Be a good role model. Not only will this benefit your family by showing them how you can fit daily physical activity into your life in various ways, but it benefits you as well. In addition, regular physical activity will create more opportunities for you to be active and have fun with your children.

Set limits on screen time

Set limits on your child’s recreational screen time (watching TV, playing video games, using social media with friends). Children aged two and over should have no more than one to two hours of recreational screen time a day. Children under age two should not have any screen time.

Make sure your child is safe

Consider encouraging your child to walk to school with other nearby children by forming a walking club with neighbours. Also make sure that your child or teen is wearing protective equipment for activities such as cycling, skating, skateboarding, soccer and other physical activities.

Choose an activity your child enjoys

If your child does not have a routine to fall back on, you can set them up by helping them find something that they really enjoy doing and letting them take gradual steps from there. Getting outside, going for a swim or walking, running or bike riding with friends or family are all great ways to start them off. Other options are doing a yoga class (many are available online to follow at home), playing soccer and dancing.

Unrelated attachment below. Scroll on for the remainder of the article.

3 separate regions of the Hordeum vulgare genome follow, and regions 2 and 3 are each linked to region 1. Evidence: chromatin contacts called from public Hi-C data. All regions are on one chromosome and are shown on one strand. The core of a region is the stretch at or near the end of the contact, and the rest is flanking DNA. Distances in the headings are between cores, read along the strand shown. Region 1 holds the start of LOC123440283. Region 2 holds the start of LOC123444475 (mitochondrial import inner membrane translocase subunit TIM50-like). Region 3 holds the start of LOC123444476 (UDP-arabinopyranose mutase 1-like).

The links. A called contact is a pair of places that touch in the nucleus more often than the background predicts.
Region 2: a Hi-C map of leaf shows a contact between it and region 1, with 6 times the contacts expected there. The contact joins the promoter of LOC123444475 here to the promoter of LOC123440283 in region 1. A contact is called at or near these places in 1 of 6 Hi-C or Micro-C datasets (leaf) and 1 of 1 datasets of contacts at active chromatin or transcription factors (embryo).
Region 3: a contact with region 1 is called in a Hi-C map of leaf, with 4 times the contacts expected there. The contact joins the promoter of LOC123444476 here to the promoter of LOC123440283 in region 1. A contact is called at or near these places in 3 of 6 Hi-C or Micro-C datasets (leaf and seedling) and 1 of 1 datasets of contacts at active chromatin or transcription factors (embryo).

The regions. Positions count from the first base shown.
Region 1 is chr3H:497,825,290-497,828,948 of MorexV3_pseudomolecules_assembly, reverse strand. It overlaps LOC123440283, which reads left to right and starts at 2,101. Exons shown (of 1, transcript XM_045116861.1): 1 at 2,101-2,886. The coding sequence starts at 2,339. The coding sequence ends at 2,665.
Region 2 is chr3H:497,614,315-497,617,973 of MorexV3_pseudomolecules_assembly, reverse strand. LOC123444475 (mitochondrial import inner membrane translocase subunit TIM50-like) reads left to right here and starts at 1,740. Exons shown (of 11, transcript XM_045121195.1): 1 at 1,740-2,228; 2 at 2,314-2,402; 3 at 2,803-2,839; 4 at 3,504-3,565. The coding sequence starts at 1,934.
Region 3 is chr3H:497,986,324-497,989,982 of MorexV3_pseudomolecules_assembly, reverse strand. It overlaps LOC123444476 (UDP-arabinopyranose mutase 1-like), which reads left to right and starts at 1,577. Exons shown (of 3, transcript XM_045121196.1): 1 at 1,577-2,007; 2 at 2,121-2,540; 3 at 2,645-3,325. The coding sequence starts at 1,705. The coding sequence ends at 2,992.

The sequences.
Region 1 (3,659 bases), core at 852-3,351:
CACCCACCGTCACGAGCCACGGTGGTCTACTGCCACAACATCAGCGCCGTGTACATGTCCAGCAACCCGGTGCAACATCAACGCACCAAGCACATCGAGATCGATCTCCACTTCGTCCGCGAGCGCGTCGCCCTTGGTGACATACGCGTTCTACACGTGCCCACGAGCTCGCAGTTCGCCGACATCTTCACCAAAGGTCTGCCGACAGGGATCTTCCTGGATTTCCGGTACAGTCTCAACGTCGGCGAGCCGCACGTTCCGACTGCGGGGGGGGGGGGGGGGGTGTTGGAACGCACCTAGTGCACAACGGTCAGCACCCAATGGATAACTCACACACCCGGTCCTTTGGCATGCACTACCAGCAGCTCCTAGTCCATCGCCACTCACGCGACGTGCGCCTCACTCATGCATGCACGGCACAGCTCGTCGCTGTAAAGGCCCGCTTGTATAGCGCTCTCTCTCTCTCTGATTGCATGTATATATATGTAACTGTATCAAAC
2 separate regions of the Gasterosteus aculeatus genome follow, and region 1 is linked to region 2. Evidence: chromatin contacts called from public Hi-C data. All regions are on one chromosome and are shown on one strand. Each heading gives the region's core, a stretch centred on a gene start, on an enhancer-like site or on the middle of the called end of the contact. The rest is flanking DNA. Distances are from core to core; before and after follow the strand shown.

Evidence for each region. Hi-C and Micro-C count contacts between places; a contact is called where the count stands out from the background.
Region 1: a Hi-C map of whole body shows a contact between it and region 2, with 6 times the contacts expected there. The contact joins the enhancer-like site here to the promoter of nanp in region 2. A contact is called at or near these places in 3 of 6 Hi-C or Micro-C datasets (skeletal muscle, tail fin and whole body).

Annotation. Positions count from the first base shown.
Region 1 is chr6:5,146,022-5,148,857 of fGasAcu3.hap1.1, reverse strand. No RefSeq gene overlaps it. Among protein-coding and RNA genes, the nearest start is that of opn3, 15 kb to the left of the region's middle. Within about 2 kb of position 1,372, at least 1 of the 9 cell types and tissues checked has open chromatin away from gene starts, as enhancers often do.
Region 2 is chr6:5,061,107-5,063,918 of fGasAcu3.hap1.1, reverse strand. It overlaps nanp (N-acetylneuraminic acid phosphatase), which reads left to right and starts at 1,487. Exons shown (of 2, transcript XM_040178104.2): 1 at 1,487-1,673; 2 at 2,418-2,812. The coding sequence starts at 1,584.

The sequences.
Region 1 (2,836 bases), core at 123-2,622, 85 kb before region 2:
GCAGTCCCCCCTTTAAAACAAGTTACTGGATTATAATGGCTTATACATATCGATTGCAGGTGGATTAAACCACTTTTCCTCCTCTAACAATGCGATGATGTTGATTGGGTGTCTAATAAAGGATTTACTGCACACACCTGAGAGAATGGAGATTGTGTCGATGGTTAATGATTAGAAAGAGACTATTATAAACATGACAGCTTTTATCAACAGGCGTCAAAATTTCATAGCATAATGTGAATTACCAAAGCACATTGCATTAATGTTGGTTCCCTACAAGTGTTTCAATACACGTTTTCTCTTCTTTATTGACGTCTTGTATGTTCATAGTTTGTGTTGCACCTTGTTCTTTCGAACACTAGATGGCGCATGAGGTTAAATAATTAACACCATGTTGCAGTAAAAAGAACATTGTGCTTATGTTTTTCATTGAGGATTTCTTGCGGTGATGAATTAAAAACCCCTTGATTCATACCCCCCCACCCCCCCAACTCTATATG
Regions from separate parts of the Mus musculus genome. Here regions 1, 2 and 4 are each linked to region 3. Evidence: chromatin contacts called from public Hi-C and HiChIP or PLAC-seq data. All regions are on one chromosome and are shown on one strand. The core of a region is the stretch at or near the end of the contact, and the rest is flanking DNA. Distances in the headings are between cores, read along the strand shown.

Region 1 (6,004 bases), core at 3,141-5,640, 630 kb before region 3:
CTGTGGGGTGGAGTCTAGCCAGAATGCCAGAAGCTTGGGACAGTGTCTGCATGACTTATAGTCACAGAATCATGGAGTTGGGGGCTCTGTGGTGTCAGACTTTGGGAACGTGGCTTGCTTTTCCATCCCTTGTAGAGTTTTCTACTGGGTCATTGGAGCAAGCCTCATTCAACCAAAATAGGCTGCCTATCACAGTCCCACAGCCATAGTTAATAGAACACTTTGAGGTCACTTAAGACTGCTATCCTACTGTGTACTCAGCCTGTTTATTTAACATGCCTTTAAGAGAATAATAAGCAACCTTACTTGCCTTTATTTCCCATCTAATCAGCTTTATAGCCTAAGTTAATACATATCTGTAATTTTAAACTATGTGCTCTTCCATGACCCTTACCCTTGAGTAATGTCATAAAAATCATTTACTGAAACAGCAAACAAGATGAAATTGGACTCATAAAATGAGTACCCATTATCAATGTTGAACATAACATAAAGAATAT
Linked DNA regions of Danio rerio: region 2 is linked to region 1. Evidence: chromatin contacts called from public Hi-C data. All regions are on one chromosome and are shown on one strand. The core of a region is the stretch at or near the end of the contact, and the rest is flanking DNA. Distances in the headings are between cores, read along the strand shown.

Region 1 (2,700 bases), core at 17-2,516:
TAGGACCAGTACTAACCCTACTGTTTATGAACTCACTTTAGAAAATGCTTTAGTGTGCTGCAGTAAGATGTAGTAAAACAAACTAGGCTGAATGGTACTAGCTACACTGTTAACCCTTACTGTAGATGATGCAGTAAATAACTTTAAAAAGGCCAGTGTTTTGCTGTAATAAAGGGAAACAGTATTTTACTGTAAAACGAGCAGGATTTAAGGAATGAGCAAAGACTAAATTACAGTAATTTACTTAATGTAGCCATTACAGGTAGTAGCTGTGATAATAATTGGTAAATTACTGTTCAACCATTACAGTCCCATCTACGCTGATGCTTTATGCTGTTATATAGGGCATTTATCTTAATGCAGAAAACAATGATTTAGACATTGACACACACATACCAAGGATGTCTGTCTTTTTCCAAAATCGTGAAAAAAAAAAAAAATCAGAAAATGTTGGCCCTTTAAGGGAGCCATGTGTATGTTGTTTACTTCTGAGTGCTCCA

Even if your child is part of an organized sport a few times a week, encourage them to move on their off days by walking or cycling to a friend’s house, raking leaves, skipping rope or playing in a neighbourhood park.

A good idea when choosing an activity is for you and your child to consider:

  • your child’s interests
  • the availability and affordability of options where you live.

Your child’s interests

Not every child has plans to be the team captain or star player. If your child prefers to do physical activity on their own, they may be interested in running, biking or swimming. If they enjoy being in a team environment where they can make new friends and be part of a community, then team-based activities such as basketball or soccer might be a better option.